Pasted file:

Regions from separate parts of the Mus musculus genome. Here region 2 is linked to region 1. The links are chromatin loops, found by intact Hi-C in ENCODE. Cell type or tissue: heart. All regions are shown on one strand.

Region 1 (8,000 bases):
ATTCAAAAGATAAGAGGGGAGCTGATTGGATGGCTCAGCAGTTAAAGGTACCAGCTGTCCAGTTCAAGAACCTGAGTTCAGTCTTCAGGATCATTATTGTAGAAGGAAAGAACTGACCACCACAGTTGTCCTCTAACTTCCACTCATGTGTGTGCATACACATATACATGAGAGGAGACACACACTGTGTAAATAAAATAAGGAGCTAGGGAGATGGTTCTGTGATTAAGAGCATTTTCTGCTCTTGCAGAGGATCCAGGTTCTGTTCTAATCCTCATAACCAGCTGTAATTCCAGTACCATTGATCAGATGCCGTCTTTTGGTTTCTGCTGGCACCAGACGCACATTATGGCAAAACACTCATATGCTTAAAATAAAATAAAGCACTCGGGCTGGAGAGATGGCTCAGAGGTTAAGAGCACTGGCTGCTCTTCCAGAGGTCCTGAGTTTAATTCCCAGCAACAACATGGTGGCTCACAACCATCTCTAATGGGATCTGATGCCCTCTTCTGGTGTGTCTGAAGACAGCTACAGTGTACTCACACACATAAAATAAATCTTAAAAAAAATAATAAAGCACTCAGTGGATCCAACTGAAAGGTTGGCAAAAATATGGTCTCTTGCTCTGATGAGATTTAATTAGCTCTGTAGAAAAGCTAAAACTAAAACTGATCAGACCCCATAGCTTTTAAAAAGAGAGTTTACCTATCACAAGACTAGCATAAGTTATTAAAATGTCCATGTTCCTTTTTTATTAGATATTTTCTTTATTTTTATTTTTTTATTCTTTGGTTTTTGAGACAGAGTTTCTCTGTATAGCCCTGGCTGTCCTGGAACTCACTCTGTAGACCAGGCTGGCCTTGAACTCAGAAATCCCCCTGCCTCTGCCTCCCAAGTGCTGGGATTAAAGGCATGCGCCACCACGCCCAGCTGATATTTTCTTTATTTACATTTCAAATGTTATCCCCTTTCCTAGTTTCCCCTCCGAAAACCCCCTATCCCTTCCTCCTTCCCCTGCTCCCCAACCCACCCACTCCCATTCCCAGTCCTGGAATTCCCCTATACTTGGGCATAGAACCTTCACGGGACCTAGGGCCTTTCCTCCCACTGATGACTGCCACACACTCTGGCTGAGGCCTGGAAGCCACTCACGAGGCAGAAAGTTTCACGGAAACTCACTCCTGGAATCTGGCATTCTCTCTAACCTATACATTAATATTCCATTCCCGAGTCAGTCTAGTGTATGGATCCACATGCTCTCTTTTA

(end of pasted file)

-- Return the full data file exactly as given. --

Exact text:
Regions from separate parts of the Mus musculus genome. Here region 2 is linked to region 1. The links are chromatin loops, found by intact Hi-C in ENCODE. Cell type or tissue: heart. All regions are shown on one strand.

Region 1 (8,000 bases):
ATTCAAAAGATAAGAGGGGAGCTGATTGGATGGCTCAGCAGTTAAAGGTACCAGCTGTCCAGTTCAAGAACCTGAGTTCAGTCTTCAGGATCATTATTGTAGAAGGAAAGAACTGACCACCACAGTTGTCCTCTAACTTCCACTCATGTGTGTGCATACACATATACATGAGAGGAGACACACACTGTGTAAATAAAATAAGGAGCTAGGGAGATGGTTCTGTGATTAAGAGCATTTTCTGCTCTTGCAGAGGATCCAGGTTCTGTTCTAATCCTCATAACCAGCTGTAATTCCAGTACCATTGATCAGATGCCGTCTTTTGGTTTCTGCTGGCACCAGACGCACATTATGGCAAAACACTCATATGCTTAAAATAAAATAAAGCACTCGGGCTGGAGAGATGGCTCAGAGGTTAAGAGCACTGGCTGCTCTTCCAGAGGTCCTGAGTTTAATTCCCAGCAACAACATGGTGGCTCACAACCATCTCTAATGGGATCTGATGCCCTCTTCTGGTGTGTCTGAAGACAGCTACAGTGTACTCACACACATAAAATAAATCTTAAAAAAAATAATAAAGCACTCAGTGGATCCAACTGAAAGGTTGGCAAAAATATGGTCTCTTGCTCTGATGAGATTTAATTAGCTCTGTAGAAAAGCTAAAACTAAAACTGATCAGACCCCATAGCTTTTAAAAAGAGAGTTTACCTATCACAAGACTAGCATAAGTTATTAAAATGTCCATGTTCCTTTTTTATTAGATATTTTCTTTATTTTTATTTTTTTATTCTTTGGTTTTTGAGACAGAGTTTCTCTGTATAGCCCTGGCTGTCCTGGAACTCACTCTGTAGACCAGGCTGGCCTTGAACTCAGAAATCCCCCTGCCTCTGCCTCCCAAGTGCTGGGATTAAAGGCATGCGCCACCACGCCCAGCTGATATTTTCTTTATTTACATTTCAAATGTTATCCCCTTTCCTAGTTTCCCCTCCGAAAACCCCCTATCCCTTCCTCCTTCCCCTGCTCCCCAACCCACCCACTCCCATTCCCAGTCCTGGAATTCCCCTATACTTGGGCATAGAACCTTCACGGGACCTAGGGCCTTTCCTCCCACTGATGACTGCCACACACTCTGGCTGAGGCCTGGAAGCCACTCACGAGGCAGAAAGTTTCACGGAAACTCACTCCTGGAATCTGGCATTCTCTCTAACCTATACATTAATATTCCATTCCCGAGTCAGTCTAGTGTATGGATCCACATGCTCTCTTTTA